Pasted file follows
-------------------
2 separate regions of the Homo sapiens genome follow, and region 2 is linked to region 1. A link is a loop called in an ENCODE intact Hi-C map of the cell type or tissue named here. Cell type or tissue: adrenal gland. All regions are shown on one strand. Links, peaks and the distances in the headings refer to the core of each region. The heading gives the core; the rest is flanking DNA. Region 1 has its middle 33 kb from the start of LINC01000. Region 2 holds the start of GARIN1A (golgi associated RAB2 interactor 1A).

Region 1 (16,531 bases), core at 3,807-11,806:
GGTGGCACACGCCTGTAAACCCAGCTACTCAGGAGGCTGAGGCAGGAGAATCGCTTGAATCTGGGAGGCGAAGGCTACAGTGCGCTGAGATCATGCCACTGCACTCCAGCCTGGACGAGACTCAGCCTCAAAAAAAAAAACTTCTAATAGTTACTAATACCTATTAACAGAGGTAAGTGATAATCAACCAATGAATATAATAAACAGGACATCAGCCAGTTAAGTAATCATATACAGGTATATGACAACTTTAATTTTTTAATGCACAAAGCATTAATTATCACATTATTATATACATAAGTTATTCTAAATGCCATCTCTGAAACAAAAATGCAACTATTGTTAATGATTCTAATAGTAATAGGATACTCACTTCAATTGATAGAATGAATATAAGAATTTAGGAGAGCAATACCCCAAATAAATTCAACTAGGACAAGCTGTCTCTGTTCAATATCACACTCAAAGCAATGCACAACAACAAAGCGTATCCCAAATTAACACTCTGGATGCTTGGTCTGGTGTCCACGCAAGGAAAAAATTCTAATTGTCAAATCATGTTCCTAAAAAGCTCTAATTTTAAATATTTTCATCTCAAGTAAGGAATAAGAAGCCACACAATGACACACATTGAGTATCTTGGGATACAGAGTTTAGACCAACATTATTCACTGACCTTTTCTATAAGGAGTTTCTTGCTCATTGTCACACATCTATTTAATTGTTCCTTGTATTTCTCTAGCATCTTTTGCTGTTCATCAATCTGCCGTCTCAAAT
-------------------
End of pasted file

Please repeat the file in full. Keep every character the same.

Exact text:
2 separate regions of the Homo sapiens genome follow, and region 2 is linked to region 1. A link is a loop called in an ENCODE intact Hi-C map of the cell type or tissue named here. Cell type or tissue: adrenal gland. All regions are shown on one strand. Links, peaks and the distances in the headings refer to the core of each region. The heading gives the core; the rest is flanking DNA. Region 1 has its middle 33 kb from the start of LINC01000. Region 2 holds the start of GARIN1A (golgi associated RAB2 interactor 1A).

Region 1 (16,531 bases), core at 3,807-11,806:
GGTGGCACACGCCTGTAAACCCAGCTACTCAGGAGGCTGAGGCAGGAGAATCGCTTGAATCTGGGAGGCGAAGGCTACAGTGCGCTGAGATCATGCCACTGCACTCCAGCCTGGACGAGACTCAGCCTCAAAAAAAAAAACTTCTAATAGTTACTAATACCTATTAACAGAGGTAAGTGATAATCAACCAATGAATATAATAAACAGGACATCAGCCAGTTAAGTAATCATATACAGGTATATGACAACTTTAATTTTTTAATGCACAAAGCATTAATTATCACATTATTATATACATAAGTTATTCTAAATGCCATCTCTGAAACAAAAATGCAACTATTGTTAATGATTCTAATAGTAATAGGATACTCACTTCAATTGATAGAATGAATATAAGAATTTAGGAGAGCAATACCCCAAATAAATTCAACTAGGACAAGCTGTCTCTGTTCAATATCACACTCAAAGCAATGCACAACAACAAAGCGTATCCCAAATTAACACTCTGGATGCTTGGTCTGGTGTCCACGCAAGGAAAAAATTCTAATTGTCAAATCATGTTCCTAAAAAGCTCTAATTTTAAATATTTTCATCTCAAGTAAGGAATAAGAAGCCACACAATGACACACATTGAGTATCTTGGGATACAGAGTTTAGACCAACATTATTCACTGACCTTTTCTATAAGGAGTTTCTTGCTCATTGTCACACATCTATTTAATTGTTCCTTGTATTTCTCTAGCATCTTTTGCTGTTCATCAATCTGCCGTCTCAAAT